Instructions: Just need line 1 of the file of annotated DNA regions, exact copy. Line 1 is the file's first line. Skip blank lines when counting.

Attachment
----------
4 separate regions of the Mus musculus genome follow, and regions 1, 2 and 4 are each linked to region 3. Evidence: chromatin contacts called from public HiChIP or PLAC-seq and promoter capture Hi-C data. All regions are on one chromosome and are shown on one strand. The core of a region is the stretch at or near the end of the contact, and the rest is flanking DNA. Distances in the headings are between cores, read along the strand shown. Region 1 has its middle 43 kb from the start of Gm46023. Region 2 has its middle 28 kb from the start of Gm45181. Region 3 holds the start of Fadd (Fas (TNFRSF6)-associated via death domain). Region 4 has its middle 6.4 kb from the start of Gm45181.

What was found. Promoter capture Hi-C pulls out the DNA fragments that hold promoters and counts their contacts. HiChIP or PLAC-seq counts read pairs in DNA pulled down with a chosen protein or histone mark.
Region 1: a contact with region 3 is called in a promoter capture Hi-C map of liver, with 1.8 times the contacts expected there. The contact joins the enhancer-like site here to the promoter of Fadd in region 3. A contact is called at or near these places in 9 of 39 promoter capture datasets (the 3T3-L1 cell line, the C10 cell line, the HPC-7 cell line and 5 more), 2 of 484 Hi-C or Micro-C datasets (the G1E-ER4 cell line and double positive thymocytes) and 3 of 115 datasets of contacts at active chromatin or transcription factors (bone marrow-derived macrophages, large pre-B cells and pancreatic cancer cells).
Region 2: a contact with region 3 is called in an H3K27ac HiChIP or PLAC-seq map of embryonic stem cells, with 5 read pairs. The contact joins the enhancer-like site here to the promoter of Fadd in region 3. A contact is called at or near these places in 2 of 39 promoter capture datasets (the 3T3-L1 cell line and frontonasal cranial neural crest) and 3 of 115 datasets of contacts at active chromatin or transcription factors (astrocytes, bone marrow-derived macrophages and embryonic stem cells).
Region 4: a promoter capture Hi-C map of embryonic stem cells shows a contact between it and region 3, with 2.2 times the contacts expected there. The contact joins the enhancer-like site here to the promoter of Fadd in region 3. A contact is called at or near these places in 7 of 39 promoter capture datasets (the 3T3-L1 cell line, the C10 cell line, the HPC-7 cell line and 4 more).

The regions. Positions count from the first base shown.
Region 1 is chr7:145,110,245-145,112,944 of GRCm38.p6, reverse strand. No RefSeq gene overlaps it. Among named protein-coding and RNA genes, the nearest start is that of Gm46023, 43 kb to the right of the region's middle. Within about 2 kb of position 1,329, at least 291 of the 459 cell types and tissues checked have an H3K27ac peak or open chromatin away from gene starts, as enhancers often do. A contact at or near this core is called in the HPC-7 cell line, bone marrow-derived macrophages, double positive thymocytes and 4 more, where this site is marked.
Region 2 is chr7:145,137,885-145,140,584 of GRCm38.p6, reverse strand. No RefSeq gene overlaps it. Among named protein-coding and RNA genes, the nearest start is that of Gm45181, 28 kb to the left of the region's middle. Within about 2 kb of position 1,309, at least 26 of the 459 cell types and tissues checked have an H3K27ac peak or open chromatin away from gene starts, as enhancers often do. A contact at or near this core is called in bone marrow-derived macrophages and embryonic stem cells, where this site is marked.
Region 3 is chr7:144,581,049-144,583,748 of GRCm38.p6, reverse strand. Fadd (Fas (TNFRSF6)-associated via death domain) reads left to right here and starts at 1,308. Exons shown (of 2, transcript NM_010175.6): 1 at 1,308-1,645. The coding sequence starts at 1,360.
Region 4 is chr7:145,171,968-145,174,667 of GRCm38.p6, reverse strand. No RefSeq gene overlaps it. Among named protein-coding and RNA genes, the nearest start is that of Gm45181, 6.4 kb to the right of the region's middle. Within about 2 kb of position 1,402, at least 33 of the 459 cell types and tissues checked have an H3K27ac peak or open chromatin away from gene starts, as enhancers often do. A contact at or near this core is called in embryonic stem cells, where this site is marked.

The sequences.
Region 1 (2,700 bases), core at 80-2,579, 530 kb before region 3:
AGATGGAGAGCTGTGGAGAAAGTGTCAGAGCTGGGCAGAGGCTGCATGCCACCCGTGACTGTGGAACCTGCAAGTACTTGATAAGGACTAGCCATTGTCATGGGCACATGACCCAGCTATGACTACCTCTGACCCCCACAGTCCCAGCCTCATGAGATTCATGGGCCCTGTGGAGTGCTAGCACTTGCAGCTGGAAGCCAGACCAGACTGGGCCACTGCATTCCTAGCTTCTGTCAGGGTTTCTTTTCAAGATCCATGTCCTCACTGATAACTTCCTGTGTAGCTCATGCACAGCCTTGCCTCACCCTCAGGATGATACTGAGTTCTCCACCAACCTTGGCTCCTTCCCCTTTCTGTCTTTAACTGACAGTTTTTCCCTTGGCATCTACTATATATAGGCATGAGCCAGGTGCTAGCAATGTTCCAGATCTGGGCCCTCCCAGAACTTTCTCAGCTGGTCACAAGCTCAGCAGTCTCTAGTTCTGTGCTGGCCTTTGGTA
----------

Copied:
4 separate regions of the Mus musculus genome follow, and regions 1, 2 and 4 are each linked to region 3. Evidence: chromatin contacts called from public HiChIP or PLAC-seq and promoter capture Hi-C data. All regions are on one chromosome and are shown on one strand. The core of a region is the stretch at or near the end of the contact, and the rest is flanking DNA. Distances in the headings are between cores, read along the strand shown. Region 1 has its middle 43 kb from the start of Gm46023. Region 2 has its middle 28 kb from the start of Gm45181. Region 3 holds the start of Fadd (Fas (TNFRSF6)-associated via death domain). Region 4 has its middle 6.4 kb from the start of Gm45181.